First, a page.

You could put drops on the raft frame and mount the floor to those, and glue some big D-ring patches low on the raft tubes to keep stuff in place (and lessen the rubbing). Or rig to the grommets for the old floor(?). The grommets or more dees could suspend front and rear floors, gear nets, etc. to fill in the voids.

Waves would shoot up through the floor (like they do on a cat). But the self-bailing problem would be solved.
 

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I have an old acquaintance who was the first raft descent down the piedra on a plywood floored raft. Not sure exactly how it was rigged (cam straps to interior d rings maybe?)
...now I've really dated myself.
 

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Weird thought— If you went with mesh or something like the PolyMax grid for a floor, why mount it to the raft tubes at all?

You could put drops on the raft frame and mount the floor to those, and glue some big D-ring patches low on the raft tubes to keep stuff in place (and lessen the rubbing). Or rig to the grommets for the old floor(?). The grommets or more dees could suspend front and rear floors, gear nets, etc. to fill in the voids.
Not a bad thought Chip. The other problem I would imagine with this method would be side to side support on the main tubes, I think without a traditional floor, the side tubes will just buckle to easily.

Ah HELL!!! I'll just get a cat frame with a floor like this, cut out the bucket floor and call it good!!! ;) A true cataraft.

I'm just cheap and trying to figure out the best way I can use this boat again.
 

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Not a bad thought Chip. The other problem I would imagine with this method would be side to side support on the main tubes, I think without a traditional floor, the side tubes will just buckle to easily.

Ah HELL!!! I'll just get a cat frame with a floor like this, cut out the bucket floor and call it good!!! ;) A true cataraft.

I'm just cheap and trying to figure out the best way I can use this boat again.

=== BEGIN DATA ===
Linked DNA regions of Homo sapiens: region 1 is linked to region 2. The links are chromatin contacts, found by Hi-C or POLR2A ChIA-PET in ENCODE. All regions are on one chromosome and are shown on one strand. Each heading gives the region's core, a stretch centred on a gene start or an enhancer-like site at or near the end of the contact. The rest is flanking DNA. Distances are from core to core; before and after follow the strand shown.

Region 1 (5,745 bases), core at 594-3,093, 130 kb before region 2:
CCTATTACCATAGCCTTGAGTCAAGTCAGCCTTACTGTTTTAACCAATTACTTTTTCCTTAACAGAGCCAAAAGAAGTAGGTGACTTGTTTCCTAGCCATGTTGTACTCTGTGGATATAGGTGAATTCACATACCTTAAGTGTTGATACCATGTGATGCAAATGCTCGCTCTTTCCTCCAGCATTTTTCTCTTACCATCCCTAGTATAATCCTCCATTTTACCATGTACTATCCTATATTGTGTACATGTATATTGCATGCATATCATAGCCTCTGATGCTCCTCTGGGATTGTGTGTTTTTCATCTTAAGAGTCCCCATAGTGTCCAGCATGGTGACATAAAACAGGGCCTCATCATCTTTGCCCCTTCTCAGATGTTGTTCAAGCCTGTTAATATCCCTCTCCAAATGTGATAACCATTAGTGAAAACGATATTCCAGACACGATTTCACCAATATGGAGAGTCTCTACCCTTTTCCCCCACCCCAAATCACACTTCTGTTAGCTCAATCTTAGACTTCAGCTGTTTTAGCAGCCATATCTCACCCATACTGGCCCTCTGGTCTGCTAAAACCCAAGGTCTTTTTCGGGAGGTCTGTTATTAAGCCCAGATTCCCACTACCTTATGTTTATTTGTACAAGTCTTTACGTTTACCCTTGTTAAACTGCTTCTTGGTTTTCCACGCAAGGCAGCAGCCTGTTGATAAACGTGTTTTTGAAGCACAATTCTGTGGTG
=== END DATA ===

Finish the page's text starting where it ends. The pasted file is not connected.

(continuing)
You'd have to come up with a cool name. Like a raftaraft. do you have inside D rings for your thwarts? You could use that for securing a cat frame to. Very interesting idea, especially on a friday afternoon!
 

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You'd have to come up with a cool name. Like a raftaraft. do you have inside D rings for your thwarts? You could use that for securing a cat frame to. Very interesting idea, especially on a friday afternoon!
How bout I just call it a "Caft"? :p

CRAP...you actually just reminded me that I don't have removable thwarts in this beast....yet another challenge. I suppose they could be perminently removed though. Here's a picture of the old mama.

House 017.jpg

My dad actually had a pretty good idea.....why remove the old floor at all? Just get a new SB and glue/grommet/whatever....the new floor right on top of the old one (cut some holes around the perimeter of the old of course). Would make her pretty heavy, but she'd bail.

I'm still leaning towards a cat frame....remove the thwarts for good.
 

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You don't need to remove the thwarts, they might help a bit. If you do a NRS style frame, you can just have the yolks in key locations, while avoiding the thwarts. That would require you to put the frame on AROUND (underneath)the thwarts, and I'm not sure if that lower part of the frame drops enough for it.

If you did the floor on a floor, you'd need a lot of holes in the bucket floor so it didn't pool between them. I'm not 100% on that idea though. I like the CAFT idea, you'd have about the most unique rig around!
 

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You don't need to remove the thwarts, they might help a bit. If you do a NRS style frame, you can just have the yolks in key locations, while avoiding the thwarts. That would require you to put the frame on AROUND (underneath)the thwarts, and I'm not sure if that lower part of the frame drops enough for it.
I know a lot of old-timers still swear by buckets on big water....but its not for me. Bilge pumps I'm afraid wouldn't bail it quickly enough. I wouldn't want to keep the thwarts in there...I'm hoping to modify this thing and turn it into my BIG multi-day rig (Grand, Salmon, whatever else I can get on that's more than three days). I have a 14' that does fine on smaller trips. With the thwarts in there I'd lose quite a bit of cargo space.